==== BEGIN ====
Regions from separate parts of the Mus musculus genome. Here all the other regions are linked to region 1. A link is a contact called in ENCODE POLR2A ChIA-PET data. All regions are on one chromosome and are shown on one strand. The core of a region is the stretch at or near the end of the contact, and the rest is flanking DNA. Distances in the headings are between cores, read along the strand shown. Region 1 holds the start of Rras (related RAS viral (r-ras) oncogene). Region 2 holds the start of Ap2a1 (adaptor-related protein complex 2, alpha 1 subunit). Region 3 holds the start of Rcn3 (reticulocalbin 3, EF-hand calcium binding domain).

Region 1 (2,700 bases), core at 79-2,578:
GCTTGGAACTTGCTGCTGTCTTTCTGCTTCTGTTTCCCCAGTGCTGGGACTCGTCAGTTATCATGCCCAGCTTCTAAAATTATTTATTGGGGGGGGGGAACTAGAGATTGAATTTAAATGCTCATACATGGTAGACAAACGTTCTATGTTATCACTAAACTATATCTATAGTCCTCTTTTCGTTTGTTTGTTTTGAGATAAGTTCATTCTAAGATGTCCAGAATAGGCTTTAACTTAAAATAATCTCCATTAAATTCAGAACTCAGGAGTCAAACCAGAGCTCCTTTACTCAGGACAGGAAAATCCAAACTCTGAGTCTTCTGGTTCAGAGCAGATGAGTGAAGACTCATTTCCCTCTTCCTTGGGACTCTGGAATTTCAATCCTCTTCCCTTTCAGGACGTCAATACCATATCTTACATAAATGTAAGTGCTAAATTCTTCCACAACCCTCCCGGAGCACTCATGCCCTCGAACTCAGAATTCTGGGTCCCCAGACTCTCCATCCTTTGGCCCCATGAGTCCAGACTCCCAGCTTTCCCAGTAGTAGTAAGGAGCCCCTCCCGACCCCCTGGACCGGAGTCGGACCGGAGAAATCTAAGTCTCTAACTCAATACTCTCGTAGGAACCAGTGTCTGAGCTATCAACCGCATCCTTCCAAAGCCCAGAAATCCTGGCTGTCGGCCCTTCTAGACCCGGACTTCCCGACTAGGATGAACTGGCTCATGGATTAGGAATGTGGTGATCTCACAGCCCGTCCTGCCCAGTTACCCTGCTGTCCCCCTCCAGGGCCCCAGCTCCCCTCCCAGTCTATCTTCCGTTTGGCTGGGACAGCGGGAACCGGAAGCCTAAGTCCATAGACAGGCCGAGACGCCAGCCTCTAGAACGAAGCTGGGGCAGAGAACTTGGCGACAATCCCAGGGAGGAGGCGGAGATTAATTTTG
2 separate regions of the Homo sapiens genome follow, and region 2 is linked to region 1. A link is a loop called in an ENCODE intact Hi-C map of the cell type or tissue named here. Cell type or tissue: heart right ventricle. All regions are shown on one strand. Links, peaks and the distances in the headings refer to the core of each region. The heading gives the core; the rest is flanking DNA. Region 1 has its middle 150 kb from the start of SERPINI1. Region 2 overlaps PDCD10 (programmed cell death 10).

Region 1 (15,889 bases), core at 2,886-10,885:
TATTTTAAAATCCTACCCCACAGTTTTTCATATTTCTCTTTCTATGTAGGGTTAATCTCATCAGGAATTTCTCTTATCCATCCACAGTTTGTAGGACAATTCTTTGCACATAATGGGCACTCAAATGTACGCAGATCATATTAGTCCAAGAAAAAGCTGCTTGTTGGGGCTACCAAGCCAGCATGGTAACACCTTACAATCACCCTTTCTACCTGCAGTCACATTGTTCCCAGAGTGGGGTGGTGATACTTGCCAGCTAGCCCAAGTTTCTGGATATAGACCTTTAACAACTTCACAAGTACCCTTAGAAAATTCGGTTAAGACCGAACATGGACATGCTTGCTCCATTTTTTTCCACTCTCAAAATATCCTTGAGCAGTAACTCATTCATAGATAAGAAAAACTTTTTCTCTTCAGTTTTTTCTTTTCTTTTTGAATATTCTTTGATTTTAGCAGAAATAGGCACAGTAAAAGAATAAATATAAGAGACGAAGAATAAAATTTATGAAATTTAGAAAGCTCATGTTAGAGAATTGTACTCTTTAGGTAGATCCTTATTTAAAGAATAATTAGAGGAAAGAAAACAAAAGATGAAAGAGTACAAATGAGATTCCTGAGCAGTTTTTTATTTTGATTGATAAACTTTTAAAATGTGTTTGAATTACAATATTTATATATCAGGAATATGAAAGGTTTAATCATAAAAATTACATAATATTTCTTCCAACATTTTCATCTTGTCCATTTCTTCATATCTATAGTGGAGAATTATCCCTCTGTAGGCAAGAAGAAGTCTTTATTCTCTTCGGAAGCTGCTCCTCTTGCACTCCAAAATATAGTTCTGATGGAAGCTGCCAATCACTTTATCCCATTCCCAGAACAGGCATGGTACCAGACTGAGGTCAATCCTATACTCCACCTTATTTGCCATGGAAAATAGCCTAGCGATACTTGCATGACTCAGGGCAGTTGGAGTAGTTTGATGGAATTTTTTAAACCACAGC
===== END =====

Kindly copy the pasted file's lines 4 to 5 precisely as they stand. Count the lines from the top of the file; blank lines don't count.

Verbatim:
2 separate regions of the Homo sapiens genome follow, and region 2 is linked to region 1. A link is a loop called in an ENCODE intact Hi-C map of the cell type or tissue named here. Cell type or tissue: heart right ventricle. All regions are shown on one strand. Links, peaks and the distances in the headings refer to the core of each region. The heading gives the core; the rest is flanking DNA. Region 1 has its middle 150 kb from the start of SERPINI1. Region 2 overlaps PDCD10 (programmed cell death 10).

Region 1 (15,889 bases), core at 2,886-10,885: